Basic trigonometry question

  1. We got a circle with a radius R.

    From a distance D from the centerpoint a line is inserted at an offset angle A1 from a line drawn though the centerpoint C of the circle, see the picture below.


    I would like the are of the red triangle, provided D, R and A1.

    I drew another triangle with one of its corner in the circles center for help, extracted the angle A2, got H and could then solve the problem but. However I wonder if there is a neater way than this.

    What I did:

    A3 = 180°-A1

    Law of cosines give

    sin (A3) / R = (sin A4) /D

    A4 = arcsin( sin(A3) * D/R ) = arcsin( sin(180°-A1) * D/R)

    A2 = 180° - A3 - A4 = 180° - (180°-A1) - arcsin( sin(180°-A1) * D/R) =

    = A1 - arcsin( sin(A1)* D/R)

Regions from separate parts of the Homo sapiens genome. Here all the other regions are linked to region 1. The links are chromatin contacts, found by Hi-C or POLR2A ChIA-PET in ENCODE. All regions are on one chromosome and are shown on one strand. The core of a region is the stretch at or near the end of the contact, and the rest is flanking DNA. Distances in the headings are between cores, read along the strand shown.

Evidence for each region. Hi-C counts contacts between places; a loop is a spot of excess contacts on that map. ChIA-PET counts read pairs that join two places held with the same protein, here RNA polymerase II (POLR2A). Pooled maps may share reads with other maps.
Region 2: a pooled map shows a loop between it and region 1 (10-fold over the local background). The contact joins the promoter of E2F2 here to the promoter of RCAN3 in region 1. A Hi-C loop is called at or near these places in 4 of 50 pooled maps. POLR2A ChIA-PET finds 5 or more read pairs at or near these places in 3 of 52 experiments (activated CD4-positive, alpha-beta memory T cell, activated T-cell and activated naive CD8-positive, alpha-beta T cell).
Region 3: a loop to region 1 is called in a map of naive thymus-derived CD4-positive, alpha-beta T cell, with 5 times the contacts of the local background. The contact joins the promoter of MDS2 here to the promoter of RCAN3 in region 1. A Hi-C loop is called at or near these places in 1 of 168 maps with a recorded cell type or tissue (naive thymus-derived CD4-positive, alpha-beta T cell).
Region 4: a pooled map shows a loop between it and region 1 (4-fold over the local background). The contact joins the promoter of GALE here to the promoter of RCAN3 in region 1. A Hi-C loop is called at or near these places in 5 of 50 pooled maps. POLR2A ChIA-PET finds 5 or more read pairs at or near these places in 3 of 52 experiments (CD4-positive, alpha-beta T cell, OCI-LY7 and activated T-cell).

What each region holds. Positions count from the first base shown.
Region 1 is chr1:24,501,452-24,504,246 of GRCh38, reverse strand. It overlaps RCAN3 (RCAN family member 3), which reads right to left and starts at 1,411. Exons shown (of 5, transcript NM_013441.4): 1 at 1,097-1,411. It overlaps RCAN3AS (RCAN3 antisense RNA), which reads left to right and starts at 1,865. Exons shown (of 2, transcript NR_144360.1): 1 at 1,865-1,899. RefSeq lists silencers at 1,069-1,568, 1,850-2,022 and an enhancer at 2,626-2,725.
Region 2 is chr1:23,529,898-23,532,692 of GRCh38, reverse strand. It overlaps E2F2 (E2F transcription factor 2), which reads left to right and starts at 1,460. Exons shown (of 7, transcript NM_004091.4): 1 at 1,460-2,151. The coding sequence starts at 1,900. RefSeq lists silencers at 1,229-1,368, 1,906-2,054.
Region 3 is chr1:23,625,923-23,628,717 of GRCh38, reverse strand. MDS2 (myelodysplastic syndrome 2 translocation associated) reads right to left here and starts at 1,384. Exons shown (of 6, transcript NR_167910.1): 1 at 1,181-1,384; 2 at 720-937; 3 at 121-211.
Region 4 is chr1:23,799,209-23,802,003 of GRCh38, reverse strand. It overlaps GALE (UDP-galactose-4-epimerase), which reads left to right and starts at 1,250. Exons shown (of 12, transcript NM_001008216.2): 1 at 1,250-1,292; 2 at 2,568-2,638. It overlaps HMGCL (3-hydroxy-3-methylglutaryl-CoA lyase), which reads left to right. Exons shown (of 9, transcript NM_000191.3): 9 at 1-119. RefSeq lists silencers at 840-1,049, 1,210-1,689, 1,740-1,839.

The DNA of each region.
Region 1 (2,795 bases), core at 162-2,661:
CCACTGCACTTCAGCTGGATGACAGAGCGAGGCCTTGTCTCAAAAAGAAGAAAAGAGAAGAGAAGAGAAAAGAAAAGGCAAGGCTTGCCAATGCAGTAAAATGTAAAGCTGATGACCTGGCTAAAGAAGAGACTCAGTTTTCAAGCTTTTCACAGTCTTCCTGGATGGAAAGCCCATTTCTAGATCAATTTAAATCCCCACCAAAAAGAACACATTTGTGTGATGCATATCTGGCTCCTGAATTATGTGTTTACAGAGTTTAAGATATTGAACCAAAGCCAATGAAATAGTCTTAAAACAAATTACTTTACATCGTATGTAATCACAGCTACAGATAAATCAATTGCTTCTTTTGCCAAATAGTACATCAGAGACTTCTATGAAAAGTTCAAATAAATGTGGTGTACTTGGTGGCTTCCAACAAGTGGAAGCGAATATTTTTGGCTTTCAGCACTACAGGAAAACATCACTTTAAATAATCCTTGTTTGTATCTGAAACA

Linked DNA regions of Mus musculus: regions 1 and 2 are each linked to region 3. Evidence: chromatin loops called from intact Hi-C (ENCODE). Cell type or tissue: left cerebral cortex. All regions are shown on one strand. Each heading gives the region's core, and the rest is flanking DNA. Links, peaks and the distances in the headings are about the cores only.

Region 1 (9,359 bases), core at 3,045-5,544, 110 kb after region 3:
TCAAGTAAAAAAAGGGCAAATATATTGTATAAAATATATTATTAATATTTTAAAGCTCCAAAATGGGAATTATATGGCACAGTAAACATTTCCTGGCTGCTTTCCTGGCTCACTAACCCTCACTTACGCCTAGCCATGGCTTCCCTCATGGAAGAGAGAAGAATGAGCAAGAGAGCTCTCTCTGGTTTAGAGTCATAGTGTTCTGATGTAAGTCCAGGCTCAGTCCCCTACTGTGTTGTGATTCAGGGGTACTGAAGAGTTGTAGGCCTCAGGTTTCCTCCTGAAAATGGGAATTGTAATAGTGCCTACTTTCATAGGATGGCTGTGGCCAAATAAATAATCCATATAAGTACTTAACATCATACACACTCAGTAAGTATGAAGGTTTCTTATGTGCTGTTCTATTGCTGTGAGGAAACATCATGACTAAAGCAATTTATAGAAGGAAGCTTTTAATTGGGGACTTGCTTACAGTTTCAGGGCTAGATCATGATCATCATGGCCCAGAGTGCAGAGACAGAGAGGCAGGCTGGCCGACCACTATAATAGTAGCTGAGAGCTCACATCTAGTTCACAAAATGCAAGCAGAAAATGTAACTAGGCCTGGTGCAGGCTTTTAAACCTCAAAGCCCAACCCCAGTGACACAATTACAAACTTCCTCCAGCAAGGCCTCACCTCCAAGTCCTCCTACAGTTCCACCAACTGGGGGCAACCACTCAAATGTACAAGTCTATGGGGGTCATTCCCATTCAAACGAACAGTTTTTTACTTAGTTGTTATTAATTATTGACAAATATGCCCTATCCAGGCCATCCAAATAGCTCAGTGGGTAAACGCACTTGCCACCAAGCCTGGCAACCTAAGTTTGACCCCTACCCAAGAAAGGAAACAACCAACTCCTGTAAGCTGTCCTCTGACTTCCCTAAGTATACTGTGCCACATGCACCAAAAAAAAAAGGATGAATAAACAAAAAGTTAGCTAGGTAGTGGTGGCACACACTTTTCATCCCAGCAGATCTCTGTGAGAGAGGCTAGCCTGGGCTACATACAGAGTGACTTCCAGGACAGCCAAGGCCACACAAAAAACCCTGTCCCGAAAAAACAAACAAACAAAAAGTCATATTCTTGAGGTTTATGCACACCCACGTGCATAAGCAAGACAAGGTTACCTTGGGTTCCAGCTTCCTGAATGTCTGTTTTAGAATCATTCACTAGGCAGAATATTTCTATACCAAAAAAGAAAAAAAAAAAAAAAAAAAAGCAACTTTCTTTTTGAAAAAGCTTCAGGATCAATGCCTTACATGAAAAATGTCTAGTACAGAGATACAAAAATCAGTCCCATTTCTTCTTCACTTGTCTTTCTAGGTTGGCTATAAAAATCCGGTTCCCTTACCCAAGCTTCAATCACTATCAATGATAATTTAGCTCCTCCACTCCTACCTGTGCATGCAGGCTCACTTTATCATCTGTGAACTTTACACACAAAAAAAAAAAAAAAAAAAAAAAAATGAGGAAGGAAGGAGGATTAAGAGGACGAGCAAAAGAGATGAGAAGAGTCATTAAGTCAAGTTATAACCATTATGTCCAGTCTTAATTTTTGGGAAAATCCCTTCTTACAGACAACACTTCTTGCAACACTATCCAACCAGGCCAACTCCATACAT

sin(A1) = H/R

    H= R*sin(A1)

    cos(A2) = (B+D)/R

    B= R*cos(A2) -D

    The red area = B*H/2 = (R*cos(A2)-D)*R*sin(A2)/2

    And so forth. However, I get the feeling that this solution is more complicated than necessary?

    EDIT: Btw the circle hasn't got much to do with the problem, but I'm just using it in a next step.
  2. jcsd
  3. SteamKing

    SteamKing 10,929
    Staff Emeritus
    Science Advisor
    Homework Helper

    What you call the Law of Cosines is actually the Law of Sines.
  4. Typo.

    More suggestions?
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